Berlin (1973)

                                 Behind the Iron Curtain

A few months before we moved back to the United States, Val and I combined a business trip to Germany with a quick visit to East Berlin. It had been twelve years since the Berlin Wall had been built and it was an eye-opener.

The contrast between East and West Berlin is every bit as dramatic as they say. The West with its bustling, neon lighted boulevards is alive and in color;  the East, on the other hand is drab and in black-and-white. Yet East Berlin includes the former center of German government with all the government buildings, museums, cathedrals, etc. The city was eighty percent destroyed during the war, yet in East Berlin the rubble and building shells still remain almost thirty years after the war. West Berlin, on the other hand, is completely rebuilt and modern,  but there’s something temporary and out of place about it. As someone said, it’s as if New York had been destroyed and then Manhattan was reconstructed somewhere in the Bronx.

We flew into Tempelhof Airport focal point of the heroic Berlin airlift, which brought much needed food and supplies to the people of West Berlin from June 1948 to September 1949

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    Templehof Airport                                                                          The Berlin Wall                                                           Checkpoint Charlie

The Wall is dominant and everywhere. It’s not really that big. (I think I expected something of the size of the Great Wall of China).  It is a double wall constructed of cement blocks, about eight feet high, using old building fronts in some parts with a twenty yard swath of no-mans-land between the two walls. You can climb observation stands all along the periphery and look over at the Volpos (East German police) as the poor guys look back at you. We took the U-bahn underground train over to the Checkpoint Charlie on Saturday evening and stood up on the observation stand watching the comings and goings. Pretty eerie. They’ve put together a museum at Check Point Charlie on the history of the wall, the successful escapes and the unsuccessful ones. It really had an impact.

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        The Wall,  The Guard Tower                                                                                                                                             The Guards, The Prisoner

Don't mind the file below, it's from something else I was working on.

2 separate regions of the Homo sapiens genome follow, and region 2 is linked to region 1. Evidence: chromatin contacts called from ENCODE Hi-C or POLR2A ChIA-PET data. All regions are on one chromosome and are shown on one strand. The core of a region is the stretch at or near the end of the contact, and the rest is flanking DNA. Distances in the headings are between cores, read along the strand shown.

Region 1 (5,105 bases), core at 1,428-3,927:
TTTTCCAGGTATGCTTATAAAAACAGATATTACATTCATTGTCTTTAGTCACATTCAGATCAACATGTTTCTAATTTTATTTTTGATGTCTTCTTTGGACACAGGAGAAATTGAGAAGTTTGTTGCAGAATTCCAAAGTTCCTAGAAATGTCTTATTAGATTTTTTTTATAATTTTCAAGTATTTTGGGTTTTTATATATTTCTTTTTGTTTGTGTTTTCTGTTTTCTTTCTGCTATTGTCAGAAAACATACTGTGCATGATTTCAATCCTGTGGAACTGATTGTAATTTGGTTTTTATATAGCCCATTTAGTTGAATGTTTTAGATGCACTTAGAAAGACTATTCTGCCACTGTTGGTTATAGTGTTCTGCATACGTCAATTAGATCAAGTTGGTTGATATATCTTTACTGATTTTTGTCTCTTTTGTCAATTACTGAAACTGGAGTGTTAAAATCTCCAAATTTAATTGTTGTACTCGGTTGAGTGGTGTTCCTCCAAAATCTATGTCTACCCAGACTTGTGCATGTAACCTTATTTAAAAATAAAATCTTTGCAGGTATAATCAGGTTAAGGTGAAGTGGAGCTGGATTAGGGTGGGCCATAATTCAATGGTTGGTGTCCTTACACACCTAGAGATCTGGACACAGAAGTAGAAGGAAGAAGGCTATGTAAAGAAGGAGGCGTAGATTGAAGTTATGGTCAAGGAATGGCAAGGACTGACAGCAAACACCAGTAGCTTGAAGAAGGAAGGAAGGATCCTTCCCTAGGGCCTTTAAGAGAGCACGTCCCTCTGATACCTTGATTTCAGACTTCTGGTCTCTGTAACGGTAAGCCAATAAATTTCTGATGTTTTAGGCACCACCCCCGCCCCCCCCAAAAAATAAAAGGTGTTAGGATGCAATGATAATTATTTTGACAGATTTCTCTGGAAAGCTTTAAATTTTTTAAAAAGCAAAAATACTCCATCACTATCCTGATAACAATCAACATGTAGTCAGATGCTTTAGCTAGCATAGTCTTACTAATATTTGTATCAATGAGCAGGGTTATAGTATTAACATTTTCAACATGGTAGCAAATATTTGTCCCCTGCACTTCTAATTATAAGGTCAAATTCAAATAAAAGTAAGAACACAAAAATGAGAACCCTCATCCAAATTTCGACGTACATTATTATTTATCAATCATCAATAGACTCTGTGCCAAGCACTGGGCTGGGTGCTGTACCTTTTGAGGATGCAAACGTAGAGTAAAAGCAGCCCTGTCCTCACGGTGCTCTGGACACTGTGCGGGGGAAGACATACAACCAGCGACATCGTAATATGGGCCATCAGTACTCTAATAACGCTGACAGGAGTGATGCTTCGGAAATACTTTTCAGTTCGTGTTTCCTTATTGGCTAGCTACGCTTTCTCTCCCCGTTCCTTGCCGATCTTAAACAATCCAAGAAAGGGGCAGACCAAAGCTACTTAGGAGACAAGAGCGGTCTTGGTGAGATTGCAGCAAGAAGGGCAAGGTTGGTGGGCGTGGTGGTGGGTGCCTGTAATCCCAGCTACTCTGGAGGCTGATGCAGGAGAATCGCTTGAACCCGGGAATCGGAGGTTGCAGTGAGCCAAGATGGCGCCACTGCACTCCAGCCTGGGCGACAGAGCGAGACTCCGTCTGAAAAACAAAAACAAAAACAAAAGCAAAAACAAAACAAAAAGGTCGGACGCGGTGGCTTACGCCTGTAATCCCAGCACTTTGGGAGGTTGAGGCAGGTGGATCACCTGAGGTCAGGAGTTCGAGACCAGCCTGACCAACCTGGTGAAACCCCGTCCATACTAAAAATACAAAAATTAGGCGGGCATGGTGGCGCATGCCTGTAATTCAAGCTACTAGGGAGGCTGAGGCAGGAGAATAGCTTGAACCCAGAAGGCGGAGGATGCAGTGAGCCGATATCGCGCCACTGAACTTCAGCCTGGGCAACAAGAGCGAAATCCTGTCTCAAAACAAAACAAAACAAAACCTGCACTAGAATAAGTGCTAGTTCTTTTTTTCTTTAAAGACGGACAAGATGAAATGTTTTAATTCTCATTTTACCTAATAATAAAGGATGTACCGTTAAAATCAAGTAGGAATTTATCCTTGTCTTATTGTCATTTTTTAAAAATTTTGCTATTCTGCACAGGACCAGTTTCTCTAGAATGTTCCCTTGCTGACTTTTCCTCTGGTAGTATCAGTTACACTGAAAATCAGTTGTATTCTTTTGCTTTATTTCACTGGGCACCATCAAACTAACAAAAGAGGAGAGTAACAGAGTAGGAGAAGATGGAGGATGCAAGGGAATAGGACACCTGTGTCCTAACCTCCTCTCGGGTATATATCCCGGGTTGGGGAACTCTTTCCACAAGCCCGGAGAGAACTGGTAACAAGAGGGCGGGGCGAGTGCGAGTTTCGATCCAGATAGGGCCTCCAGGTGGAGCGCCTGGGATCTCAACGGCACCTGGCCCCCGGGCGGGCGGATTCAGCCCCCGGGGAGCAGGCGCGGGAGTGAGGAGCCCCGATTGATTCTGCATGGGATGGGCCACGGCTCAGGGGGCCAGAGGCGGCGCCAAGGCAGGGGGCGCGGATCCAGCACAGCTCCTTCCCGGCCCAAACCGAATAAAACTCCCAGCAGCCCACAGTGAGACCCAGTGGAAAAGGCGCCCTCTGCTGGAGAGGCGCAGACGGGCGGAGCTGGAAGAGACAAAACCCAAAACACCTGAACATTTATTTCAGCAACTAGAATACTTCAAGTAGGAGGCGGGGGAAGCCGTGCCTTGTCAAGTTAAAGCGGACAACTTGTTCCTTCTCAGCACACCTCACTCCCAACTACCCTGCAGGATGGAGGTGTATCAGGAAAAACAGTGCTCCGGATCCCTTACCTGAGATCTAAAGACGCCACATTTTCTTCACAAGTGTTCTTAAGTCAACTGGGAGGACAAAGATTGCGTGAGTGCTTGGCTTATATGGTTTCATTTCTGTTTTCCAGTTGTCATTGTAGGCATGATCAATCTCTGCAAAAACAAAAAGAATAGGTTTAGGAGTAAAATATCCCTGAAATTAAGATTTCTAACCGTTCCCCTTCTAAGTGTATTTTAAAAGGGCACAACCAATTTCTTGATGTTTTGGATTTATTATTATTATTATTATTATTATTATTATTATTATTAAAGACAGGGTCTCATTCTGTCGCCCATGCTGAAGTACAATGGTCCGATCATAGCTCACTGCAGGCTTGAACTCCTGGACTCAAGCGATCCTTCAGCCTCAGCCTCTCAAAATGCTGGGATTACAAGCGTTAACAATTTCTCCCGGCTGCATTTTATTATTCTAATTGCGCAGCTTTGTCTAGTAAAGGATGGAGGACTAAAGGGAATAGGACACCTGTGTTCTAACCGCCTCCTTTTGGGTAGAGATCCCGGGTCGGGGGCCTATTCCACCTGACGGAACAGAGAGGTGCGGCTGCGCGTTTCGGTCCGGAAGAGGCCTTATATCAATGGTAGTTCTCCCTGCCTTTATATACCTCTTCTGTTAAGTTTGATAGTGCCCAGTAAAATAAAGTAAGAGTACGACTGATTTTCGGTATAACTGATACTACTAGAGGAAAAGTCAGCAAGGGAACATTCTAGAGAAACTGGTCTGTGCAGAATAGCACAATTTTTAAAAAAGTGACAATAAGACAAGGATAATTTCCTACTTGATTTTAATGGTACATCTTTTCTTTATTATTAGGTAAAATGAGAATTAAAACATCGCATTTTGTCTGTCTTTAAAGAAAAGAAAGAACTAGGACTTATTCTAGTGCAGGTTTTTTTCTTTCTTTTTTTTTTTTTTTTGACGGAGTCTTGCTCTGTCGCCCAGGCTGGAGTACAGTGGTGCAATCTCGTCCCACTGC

We took a two hour tour upon arriving of West Berlin. There’s really not much of touristic interest. You hear some strange statistics that they’re running out of hospital beds and cemetery plots. The average age of the population continues to increase as the young people all leave Berlin to find work in West Germany with close to fifty percent of the population over 65 years. One can only imagine what it will be like in twenty years I’m afraid it will just up and wither away.

On Friday we took the tour of East Berlin. It takes about a half hour just to get through the checkpoint formalities . but the tour agency handles it all so it is painless. It was interesting during the wait watching Volpos going through the cars coming in from East Berlin taking all seats out and even going so far as to put a rod down into the radiator checking for a false bottom.  It was much more severe than when we crossed into Hungary a couple years ago. The tour, of course, pointed us toward the new People’s Palaces and away from the rubble but it was pretty hard to avoid it all. There were no limits on taking picture, though. One obligatory stop was at the Russian War Memorial Cemetery honoring the 40,000 Russian soldiers who were killed in the two-week conquest of Berlin.

It was a gray, cloudy day and which seemed appropriate for the gray, dreary surroundings. The drabness of it all was especially noticeable when we got back into West Berlin once again.

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